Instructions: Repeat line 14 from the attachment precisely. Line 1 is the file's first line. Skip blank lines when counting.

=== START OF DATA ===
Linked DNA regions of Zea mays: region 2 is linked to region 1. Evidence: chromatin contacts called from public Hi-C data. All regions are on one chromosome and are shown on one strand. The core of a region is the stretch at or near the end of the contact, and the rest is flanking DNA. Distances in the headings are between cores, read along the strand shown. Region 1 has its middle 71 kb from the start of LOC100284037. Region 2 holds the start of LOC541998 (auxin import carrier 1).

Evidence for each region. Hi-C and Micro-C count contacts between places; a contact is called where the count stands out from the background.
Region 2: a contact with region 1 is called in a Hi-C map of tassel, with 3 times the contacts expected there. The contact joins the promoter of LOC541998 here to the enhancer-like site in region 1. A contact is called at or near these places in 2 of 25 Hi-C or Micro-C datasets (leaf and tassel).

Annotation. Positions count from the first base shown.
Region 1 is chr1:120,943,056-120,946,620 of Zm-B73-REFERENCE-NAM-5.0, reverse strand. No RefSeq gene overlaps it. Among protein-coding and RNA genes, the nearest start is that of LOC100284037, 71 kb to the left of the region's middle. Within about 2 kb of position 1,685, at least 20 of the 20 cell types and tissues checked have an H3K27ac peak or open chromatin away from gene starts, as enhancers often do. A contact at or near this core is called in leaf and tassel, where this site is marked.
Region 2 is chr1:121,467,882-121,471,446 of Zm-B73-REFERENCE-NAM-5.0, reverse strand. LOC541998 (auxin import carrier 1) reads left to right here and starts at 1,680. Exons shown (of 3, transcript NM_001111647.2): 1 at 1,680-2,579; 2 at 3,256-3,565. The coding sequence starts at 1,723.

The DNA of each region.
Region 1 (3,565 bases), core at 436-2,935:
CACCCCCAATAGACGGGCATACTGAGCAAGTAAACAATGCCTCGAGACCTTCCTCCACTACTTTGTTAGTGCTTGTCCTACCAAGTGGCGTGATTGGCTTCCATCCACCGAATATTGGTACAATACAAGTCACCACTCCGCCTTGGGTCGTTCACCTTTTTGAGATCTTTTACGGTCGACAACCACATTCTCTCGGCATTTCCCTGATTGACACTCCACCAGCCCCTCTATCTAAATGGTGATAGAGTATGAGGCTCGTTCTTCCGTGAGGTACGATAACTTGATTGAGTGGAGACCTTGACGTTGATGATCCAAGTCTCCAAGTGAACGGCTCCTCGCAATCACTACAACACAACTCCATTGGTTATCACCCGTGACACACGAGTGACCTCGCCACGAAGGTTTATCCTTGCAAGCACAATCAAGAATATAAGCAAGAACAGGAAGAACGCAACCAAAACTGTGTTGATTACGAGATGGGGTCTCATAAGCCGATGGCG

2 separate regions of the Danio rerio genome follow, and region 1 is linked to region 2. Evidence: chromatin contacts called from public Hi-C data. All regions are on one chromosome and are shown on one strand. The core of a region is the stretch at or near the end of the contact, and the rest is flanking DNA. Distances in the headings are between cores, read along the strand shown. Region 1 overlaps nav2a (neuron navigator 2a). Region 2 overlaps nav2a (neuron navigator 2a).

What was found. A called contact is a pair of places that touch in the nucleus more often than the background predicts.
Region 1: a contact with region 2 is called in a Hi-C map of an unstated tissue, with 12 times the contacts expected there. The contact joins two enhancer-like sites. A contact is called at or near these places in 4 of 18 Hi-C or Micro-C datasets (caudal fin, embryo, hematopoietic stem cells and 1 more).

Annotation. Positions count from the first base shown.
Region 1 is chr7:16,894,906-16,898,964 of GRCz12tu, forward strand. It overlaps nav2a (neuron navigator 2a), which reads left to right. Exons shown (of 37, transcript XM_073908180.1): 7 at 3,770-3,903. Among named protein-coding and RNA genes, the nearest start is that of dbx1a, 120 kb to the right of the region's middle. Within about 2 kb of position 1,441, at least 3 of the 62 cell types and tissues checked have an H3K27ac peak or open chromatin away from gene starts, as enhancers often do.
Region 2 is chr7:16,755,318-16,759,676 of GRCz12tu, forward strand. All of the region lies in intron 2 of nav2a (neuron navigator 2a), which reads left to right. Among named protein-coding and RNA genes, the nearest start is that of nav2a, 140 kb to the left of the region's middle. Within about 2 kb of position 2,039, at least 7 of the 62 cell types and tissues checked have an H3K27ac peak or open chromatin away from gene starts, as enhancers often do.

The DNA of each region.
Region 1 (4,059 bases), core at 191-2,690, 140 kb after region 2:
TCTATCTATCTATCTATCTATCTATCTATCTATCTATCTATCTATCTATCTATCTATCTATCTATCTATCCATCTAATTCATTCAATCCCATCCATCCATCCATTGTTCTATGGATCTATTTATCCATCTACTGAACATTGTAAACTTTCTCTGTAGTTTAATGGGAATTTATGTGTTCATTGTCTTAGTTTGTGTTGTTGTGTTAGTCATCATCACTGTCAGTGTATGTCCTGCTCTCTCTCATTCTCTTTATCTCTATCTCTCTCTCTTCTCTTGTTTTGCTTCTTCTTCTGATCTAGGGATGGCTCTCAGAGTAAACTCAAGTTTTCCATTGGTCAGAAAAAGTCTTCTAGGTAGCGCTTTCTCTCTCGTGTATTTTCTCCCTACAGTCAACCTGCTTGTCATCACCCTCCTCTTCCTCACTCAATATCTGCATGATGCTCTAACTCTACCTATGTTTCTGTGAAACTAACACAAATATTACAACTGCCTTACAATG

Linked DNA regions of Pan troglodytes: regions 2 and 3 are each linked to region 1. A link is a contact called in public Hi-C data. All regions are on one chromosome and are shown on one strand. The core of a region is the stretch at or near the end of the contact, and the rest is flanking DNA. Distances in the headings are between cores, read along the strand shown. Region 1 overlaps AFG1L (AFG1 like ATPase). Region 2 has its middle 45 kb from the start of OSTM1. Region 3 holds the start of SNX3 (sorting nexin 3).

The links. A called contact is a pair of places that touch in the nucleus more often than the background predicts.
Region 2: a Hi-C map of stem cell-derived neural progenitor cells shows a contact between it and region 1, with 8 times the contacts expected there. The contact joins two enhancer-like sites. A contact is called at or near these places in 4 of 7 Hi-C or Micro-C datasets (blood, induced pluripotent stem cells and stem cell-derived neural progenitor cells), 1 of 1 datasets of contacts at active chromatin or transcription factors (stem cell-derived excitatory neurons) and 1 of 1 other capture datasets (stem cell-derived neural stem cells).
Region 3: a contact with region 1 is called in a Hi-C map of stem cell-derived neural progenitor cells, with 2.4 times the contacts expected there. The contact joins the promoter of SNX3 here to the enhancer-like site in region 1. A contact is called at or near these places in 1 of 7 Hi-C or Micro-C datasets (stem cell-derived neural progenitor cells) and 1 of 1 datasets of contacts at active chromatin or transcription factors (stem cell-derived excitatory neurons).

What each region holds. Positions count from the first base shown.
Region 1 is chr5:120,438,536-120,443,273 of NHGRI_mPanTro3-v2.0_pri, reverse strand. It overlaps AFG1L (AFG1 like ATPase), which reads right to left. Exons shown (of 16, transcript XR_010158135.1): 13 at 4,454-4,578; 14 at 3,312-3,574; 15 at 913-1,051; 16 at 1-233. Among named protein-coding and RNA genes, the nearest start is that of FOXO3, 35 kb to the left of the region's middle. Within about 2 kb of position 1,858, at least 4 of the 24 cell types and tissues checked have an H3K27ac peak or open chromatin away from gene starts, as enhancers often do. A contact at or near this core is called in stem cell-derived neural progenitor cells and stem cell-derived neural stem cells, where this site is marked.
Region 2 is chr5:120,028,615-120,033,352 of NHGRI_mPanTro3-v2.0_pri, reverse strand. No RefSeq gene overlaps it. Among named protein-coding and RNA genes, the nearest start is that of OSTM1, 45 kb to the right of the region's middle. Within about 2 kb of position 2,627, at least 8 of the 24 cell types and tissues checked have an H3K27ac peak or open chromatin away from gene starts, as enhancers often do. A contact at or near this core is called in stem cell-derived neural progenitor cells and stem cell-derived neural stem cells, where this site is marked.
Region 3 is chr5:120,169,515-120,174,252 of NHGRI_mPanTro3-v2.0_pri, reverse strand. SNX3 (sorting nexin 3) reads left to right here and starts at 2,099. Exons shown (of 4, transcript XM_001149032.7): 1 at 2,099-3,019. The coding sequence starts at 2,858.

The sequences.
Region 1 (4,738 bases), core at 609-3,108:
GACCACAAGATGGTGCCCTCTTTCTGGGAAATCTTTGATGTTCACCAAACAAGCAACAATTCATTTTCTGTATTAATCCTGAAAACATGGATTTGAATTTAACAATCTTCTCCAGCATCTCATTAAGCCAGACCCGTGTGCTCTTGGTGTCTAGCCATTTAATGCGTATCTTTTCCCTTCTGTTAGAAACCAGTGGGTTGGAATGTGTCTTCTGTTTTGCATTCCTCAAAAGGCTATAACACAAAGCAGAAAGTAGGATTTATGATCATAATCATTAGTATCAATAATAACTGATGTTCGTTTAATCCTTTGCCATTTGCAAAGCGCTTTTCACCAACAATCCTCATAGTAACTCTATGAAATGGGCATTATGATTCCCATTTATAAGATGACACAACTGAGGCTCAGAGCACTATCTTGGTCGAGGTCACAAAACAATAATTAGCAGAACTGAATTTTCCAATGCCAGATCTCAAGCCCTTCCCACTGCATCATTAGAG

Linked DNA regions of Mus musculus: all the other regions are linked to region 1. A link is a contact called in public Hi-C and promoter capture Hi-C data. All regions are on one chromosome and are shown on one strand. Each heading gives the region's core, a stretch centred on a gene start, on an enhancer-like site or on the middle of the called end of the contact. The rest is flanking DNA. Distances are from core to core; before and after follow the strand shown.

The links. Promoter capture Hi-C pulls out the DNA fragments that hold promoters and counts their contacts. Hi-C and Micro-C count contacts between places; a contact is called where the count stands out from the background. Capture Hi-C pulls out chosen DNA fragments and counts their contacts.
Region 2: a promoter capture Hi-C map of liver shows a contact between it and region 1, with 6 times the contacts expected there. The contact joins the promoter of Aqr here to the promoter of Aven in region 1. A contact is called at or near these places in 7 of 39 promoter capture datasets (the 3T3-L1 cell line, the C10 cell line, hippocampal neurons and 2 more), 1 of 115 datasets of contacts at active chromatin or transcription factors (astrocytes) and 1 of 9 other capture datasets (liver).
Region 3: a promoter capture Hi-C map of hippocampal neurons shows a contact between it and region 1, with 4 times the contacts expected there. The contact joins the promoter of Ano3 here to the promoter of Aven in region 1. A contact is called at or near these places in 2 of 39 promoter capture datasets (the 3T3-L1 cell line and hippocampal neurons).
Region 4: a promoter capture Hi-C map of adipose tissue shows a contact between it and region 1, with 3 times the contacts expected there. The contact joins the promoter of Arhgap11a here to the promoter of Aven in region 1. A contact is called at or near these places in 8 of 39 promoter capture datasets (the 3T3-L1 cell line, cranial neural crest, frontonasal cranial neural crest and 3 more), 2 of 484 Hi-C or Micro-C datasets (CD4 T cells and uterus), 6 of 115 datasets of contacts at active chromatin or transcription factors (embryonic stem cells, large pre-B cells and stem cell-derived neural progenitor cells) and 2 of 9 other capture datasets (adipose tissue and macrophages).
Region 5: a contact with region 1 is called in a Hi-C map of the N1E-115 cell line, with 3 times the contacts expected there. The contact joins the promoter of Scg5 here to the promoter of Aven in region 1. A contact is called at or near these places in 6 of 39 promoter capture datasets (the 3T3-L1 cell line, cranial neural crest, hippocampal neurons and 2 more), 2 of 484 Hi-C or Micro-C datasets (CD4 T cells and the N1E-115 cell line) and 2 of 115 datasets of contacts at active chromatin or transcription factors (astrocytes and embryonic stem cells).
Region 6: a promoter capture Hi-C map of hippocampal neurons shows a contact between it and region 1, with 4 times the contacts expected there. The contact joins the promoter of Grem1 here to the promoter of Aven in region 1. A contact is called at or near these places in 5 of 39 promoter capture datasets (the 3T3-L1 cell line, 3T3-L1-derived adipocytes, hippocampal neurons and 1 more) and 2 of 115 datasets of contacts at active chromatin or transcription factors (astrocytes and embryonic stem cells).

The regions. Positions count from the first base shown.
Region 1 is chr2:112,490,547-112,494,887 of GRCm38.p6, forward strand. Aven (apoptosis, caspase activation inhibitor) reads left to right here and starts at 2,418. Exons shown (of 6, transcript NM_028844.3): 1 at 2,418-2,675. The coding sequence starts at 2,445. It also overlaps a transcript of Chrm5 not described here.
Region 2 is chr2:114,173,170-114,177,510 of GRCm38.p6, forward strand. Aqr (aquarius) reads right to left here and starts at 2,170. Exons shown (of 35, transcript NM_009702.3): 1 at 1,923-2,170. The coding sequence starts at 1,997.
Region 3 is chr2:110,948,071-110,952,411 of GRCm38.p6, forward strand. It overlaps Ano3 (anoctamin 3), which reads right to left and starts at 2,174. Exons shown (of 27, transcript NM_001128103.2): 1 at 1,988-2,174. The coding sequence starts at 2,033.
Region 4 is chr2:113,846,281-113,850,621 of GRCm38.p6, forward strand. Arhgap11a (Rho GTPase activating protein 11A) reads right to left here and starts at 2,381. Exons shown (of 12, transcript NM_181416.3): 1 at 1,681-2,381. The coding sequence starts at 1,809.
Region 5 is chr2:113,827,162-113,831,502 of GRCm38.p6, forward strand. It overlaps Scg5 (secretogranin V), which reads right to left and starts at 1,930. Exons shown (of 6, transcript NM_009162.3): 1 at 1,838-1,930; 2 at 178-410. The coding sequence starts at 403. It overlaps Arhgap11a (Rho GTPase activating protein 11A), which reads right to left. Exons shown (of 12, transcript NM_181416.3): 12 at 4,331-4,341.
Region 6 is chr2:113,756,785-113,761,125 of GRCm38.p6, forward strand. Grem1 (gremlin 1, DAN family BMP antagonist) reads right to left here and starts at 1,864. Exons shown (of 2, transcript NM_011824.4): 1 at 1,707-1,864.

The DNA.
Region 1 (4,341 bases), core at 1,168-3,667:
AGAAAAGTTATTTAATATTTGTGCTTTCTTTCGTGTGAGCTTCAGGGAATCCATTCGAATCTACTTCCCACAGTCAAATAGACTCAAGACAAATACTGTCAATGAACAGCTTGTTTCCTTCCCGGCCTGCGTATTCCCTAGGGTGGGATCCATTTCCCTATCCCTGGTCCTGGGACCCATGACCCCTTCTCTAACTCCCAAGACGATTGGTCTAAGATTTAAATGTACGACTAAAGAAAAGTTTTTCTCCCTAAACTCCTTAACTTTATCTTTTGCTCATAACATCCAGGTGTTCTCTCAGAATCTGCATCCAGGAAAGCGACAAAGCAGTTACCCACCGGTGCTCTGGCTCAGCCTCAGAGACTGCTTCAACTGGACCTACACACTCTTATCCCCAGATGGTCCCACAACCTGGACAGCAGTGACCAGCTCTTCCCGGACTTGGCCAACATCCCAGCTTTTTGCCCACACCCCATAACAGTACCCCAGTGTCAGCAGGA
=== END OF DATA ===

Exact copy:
Region 1 is chr7:16,894,906-16,898,964 of GRCz12tu, forward strand. It overlaps nav2a (neuron navigator 2a), which reads left to right. Exons shown (of 37, transcript XM_073908180.1): 7 at 3,770-3,903. Among named protein-coding and RNA genes, the nearest start is that of dbx1a, 120 kb to the right of the region's middle. Within about 2 kb of position 1,441, at least 3 of the 62 cell types and tissues checked have an H3K27ac peak or open chromatin away from gene starts, as enhancers often do.